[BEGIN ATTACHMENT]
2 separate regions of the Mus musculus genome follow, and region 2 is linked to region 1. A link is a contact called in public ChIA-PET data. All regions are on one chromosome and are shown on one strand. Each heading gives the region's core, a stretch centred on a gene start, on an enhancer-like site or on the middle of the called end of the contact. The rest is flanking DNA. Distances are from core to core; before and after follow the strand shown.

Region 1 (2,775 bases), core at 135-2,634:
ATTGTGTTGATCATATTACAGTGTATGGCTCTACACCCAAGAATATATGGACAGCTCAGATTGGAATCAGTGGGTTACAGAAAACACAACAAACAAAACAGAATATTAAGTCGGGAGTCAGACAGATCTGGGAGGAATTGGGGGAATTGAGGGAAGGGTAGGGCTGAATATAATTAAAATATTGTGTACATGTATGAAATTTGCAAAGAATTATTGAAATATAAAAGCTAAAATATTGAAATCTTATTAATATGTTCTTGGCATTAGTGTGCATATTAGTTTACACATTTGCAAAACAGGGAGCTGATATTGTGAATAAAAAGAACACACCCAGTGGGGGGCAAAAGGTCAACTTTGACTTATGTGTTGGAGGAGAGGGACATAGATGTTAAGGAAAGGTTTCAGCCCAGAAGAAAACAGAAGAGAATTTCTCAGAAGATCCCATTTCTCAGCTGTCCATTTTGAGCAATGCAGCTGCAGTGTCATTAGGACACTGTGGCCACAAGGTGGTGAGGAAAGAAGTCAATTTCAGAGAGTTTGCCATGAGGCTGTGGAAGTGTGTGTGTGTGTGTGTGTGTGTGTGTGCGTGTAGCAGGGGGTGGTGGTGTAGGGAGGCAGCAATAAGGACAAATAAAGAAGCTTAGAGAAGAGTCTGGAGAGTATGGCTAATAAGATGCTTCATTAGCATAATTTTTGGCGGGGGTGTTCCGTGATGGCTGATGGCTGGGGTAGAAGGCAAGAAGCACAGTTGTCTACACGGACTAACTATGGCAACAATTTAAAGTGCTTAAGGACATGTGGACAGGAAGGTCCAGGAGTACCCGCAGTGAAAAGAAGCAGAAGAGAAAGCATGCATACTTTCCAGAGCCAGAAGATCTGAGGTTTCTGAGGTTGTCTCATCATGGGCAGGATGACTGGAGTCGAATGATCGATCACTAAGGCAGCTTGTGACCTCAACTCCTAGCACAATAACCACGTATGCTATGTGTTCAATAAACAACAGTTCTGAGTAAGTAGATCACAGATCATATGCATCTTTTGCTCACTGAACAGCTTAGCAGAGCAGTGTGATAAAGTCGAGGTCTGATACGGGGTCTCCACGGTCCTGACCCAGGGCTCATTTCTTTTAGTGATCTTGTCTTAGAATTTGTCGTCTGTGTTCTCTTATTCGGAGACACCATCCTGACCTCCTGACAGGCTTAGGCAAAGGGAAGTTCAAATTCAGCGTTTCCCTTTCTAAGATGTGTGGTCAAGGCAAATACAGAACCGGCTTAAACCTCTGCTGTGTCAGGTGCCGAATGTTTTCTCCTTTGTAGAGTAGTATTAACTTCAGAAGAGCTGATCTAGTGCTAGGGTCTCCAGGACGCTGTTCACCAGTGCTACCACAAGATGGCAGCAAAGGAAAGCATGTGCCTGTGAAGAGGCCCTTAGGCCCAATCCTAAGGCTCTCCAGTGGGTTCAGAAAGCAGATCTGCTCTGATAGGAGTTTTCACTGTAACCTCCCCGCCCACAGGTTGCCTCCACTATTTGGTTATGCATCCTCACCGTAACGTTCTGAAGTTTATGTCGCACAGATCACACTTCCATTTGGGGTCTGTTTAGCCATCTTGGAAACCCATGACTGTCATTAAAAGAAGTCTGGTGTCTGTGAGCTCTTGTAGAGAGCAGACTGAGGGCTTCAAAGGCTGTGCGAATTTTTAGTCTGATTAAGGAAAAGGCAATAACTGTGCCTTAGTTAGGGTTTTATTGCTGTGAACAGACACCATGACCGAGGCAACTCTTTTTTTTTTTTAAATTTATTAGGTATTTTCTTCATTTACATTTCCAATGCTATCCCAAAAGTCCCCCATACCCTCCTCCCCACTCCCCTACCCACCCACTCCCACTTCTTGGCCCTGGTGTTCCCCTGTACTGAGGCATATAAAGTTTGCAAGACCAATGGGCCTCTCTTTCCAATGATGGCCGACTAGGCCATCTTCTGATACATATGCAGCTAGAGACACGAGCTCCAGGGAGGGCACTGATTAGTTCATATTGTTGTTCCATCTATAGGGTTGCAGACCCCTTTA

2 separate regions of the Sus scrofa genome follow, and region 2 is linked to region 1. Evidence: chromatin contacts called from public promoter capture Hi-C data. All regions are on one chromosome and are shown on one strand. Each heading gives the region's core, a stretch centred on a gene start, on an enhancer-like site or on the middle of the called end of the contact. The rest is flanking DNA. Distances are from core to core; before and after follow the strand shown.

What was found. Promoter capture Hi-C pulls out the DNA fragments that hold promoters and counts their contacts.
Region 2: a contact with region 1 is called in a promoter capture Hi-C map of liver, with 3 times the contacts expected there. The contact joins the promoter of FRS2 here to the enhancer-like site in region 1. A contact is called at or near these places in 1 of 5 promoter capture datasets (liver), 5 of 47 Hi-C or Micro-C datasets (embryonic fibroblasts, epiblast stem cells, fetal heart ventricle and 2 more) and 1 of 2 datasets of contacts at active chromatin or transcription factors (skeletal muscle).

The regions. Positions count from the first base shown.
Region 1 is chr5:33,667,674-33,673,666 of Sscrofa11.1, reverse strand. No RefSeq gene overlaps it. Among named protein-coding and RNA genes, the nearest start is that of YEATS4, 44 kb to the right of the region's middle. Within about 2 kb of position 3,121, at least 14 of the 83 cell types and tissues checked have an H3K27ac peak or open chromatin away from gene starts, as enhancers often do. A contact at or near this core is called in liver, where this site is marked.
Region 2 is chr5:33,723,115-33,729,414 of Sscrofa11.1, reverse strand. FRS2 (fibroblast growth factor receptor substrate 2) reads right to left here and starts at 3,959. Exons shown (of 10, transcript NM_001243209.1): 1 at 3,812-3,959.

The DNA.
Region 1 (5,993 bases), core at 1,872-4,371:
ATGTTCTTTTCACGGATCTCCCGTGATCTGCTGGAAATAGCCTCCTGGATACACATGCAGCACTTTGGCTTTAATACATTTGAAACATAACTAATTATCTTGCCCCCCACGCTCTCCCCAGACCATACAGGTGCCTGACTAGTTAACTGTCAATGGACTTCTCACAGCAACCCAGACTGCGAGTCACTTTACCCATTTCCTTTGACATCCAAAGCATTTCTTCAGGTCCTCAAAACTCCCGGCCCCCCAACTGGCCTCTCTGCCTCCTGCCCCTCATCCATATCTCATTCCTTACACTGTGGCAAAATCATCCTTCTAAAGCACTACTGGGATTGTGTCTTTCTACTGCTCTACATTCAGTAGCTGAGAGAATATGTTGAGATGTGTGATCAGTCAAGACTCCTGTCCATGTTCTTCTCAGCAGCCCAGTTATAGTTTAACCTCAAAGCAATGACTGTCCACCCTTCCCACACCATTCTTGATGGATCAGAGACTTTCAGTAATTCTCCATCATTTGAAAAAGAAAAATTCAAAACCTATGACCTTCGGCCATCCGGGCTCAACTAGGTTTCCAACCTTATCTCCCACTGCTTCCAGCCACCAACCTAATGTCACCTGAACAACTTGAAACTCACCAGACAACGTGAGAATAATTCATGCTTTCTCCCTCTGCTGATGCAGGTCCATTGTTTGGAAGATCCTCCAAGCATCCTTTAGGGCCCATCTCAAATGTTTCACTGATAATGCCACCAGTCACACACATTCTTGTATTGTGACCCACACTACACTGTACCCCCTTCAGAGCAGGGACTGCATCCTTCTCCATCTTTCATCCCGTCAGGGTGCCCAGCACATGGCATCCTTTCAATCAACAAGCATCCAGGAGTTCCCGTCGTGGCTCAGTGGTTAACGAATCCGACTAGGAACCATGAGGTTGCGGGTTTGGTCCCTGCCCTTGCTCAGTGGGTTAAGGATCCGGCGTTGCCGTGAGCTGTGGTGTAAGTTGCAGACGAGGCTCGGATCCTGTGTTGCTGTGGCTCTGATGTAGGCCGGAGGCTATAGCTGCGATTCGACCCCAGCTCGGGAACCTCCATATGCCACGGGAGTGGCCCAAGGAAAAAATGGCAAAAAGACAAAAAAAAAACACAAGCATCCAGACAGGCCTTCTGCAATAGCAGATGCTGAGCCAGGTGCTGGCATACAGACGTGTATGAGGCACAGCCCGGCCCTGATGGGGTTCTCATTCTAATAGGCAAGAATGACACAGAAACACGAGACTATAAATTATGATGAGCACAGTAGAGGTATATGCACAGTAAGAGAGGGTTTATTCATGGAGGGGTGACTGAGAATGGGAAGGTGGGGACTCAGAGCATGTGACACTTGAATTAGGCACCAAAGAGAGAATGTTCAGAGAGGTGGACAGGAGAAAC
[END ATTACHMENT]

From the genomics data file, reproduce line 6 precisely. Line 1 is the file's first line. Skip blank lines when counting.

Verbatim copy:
Region 2: a contact with region 1 is called in a promoter capture Hi-C map of liver, with 3 times the contacts expected there. The contact joins the promoter of FRS2 here to the enhancer-like site in region 1. A contact is called at or near these places in 1 of 5 promoter capture datasets (liver), 5 of 47 Hi-C or Micro-C datasets (embryonic fibroblasts, epiblast stem cells, fetal heart ventricle and 2 more) and 1 of 2 datasets of contacts at active chromatin or transcription factors (skeletal muscle).